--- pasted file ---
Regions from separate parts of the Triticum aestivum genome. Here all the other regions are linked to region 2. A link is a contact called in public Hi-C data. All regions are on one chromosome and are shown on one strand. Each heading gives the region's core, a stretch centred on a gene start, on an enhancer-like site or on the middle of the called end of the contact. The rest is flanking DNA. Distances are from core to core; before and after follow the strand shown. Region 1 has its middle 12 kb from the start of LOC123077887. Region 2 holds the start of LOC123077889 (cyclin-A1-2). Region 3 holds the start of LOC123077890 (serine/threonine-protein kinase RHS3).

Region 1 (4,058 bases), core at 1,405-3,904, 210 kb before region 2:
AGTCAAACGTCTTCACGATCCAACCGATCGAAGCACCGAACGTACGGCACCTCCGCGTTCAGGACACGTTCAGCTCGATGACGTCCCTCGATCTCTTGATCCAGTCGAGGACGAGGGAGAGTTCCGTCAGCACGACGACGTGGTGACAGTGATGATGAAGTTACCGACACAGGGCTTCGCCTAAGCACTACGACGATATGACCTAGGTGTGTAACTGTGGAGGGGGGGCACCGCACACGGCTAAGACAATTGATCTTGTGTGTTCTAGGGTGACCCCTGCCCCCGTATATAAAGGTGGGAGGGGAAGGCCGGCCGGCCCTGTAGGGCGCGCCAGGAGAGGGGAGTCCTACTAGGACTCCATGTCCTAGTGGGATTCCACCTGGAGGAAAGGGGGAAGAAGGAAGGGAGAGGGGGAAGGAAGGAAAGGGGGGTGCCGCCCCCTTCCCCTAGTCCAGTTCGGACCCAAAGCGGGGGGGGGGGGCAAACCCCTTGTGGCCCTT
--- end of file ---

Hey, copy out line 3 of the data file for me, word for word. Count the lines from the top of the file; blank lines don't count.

AGTCAAACGTCTTCACGATCCAACCGATCGAAGCACCGAACGTACGGCACCTCCGCGTTCAGGACACGTTCAGCTCGATGACGTCCCTCGATCTCTTGATCCAGTCGAGGACGAGGGAGAGTTCCGTCAGCACGACGACGTGGTGACAGTGATGATGAAGTTACCGACACAGGGCTTCGCCTAAGCACTACGACGATATGACCTAGGTGTGTAACTGTGGAGGGGGGGCACCGCACACGGCTAAGACAATTGATCTTGTGTGTTCTAGGGTGACCCCTGCCCCCGTATATAAAGGTGGGAGGGGAAGGCCGGCCGGCCCTGTAGGGCGCGCCAGGAGAGGGGAGTCCTACTAGGACTCCATGTCCTAGTGGGATTCCACCTGGAGGAAAGGGGGAAGAAGGAAGGGAGAGGGGGAAGGAAGGAAAGGGGGGTGCCGCCCCCTTCCCCTAGTCCAGTTCGGACCCAAAGCGGGGGGGGGGGGCAAACCCCTTGTGGCCCTT